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  • Writer's pictureDr. Anthony Lilles

The Spiritual Castle and Monsters that Threaten it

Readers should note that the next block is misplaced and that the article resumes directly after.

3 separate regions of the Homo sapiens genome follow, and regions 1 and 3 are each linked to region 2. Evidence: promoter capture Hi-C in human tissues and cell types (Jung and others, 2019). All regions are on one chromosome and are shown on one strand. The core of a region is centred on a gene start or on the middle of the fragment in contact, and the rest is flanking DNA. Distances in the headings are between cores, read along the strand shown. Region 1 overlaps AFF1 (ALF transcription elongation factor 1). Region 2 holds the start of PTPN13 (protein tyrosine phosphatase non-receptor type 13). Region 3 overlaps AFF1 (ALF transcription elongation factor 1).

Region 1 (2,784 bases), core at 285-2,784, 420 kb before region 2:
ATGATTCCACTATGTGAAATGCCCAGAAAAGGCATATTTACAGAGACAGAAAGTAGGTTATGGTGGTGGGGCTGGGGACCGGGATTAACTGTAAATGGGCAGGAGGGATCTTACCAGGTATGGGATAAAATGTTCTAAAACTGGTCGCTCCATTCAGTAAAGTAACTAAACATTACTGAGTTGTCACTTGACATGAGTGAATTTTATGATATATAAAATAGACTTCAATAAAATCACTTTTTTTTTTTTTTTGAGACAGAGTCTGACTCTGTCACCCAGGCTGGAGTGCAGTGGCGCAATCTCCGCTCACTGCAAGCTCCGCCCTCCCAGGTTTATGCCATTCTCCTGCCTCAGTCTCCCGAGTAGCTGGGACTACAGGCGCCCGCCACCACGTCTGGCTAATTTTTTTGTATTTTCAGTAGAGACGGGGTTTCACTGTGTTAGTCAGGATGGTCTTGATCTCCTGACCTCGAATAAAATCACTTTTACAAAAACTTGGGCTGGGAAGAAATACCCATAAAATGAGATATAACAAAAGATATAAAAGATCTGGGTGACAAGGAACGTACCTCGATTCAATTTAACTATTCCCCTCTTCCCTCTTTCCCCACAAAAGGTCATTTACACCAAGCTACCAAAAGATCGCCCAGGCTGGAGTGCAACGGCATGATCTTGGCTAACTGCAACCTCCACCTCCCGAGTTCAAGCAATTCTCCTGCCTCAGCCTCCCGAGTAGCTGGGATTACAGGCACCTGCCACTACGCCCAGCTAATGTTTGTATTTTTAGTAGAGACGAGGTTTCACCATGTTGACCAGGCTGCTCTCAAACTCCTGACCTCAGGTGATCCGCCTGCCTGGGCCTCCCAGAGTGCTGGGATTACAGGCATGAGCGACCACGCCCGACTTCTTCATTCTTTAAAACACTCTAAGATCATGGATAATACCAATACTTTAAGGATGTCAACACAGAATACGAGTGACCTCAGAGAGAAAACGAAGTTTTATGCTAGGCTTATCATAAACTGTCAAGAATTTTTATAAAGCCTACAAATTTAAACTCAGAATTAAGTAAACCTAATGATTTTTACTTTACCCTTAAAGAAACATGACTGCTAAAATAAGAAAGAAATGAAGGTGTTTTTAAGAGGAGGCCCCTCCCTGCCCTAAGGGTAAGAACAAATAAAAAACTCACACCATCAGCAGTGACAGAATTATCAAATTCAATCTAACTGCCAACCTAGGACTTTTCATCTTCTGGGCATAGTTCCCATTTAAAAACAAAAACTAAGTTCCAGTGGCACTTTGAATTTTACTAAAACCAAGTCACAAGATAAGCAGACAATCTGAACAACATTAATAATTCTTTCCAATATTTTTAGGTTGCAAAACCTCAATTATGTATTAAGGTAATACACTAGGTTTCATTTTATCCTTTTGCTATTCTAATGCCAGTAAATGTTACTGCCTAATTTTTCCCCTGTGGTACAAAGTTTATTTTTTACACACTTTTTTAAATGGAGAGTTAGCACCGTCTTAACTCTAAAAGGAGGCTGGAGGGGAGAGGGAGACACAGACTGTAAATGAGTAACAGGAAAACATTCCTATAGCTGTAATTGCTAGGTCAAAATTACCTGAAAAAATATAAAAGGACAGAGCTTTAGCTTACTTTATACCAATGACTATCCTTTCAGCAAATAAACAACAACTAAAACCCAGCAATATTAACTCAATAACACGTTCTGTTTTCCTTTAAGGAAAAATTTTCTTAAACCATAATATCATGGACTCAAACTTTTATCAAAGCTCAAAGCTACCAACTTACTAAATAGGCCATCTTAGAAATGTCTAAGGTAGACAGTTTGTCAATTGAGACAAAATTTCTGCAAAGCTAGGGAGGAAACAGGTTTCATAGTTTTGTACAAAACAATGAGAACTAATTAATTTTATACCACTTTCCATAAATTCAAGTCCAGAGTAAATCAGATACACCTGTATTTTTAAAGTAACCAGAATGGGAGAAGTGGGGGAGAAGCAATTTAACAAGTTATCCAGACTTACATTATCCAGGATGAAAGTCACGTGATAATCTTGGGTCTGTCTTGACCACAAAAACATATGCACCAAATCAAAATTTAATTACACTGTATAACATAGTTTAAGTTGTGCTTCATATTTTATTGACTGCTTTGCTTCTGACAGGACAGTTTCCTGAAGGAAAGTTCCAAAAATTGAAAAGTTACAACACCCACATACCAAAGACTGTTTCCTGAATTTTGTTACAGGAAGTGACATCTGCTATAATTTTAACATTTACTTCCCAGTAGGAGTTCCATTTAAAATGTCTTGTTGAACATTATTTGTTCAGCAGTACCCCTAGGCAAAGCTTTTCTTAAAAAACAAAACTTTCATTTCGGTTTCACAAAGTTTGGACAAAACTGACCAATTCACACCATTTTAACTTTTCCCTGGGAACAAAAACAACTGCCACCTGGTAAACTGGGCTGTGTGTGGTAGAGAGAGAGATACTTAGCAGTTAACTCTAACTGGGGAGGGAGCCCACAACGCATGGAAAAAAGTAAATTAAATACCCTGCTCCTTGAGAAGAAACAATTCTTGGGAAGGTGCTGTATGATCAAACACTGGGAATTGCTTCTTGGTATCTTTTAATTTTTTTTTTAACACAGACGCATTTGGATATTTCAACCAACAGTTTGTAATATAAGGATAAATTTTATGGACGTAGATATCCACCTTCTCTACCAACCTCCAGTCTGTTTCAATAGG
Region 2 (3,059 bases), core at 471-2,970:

In times of crisis and confusion, if we do not wish to be swept away, we must return to "ourselves" and remember who we are. This is what St. Teresa of Avila's Spiritual Castle introduces in the life of prayer. To help us understand this movement of interior recollection and contemplative prayer, she shows us a crystal radiant with light whose brightness increases the closer we draw to its center. God's own light shines forth from such a soul as a beacon in this dark world. But to become such a beacon for others, St. Teresa explains that we must deal with monsters who threaten us not only on the outside of the Castle, be even on the inside. She speaks of lizards, toads and snakes—and she has in mind demonic and worldly influences on our emotions and thinking. Making what is merely peripheral the priority of our heart leaves us vulnerable, and mindlessly going with the emotion of the moment can leave us poisoned in the cold darkness of this world. St. Paul similarly warns us against conforming our minds to this age and living with our minds darkened. St. Teresa wants us to raise our minds to the light of truth in prayer. The closer we draw to the light that is Christ, the more we overcome the threats that these monsters represent. This is a call to great vigilance especially in stormy times. Emotions stirred up by the news cycle, or gossip or even our own rash judgments about the world can often betray where we would otherwise desire to stand in life. We forget to be true to ourselves when we are caught up in the bellicose or vindictive movements of the moment. We become weighed down in a spiral of self-torment when we are not wise about our own impulses against what is true and good. We take nihilistic plunges—blowing up trust, relationships and opportunities, because without self-knowledge, we forget the task of who we are and the divine gift that our neighbor is. Long before we can ever effectively deal with difficult circumstances that beset us from without, we must be masters of the challenges that we confront from within. Father James V. Schall reminds us of this point through his reflections on Samuel Johnson's Idler: things we would rather remain hidden from ourselves, it is best to pull out and deal with. Is it not true that often we allow ourselves to be driven by the emotion of the moment so that we are distracted from this painful truth? Yet, those who find this truth—who have the courage to accept their strengths and weaknesses for what they are—they are the one's who discern best how to respond to the value at stake. They become beacons for those who have lost their way.

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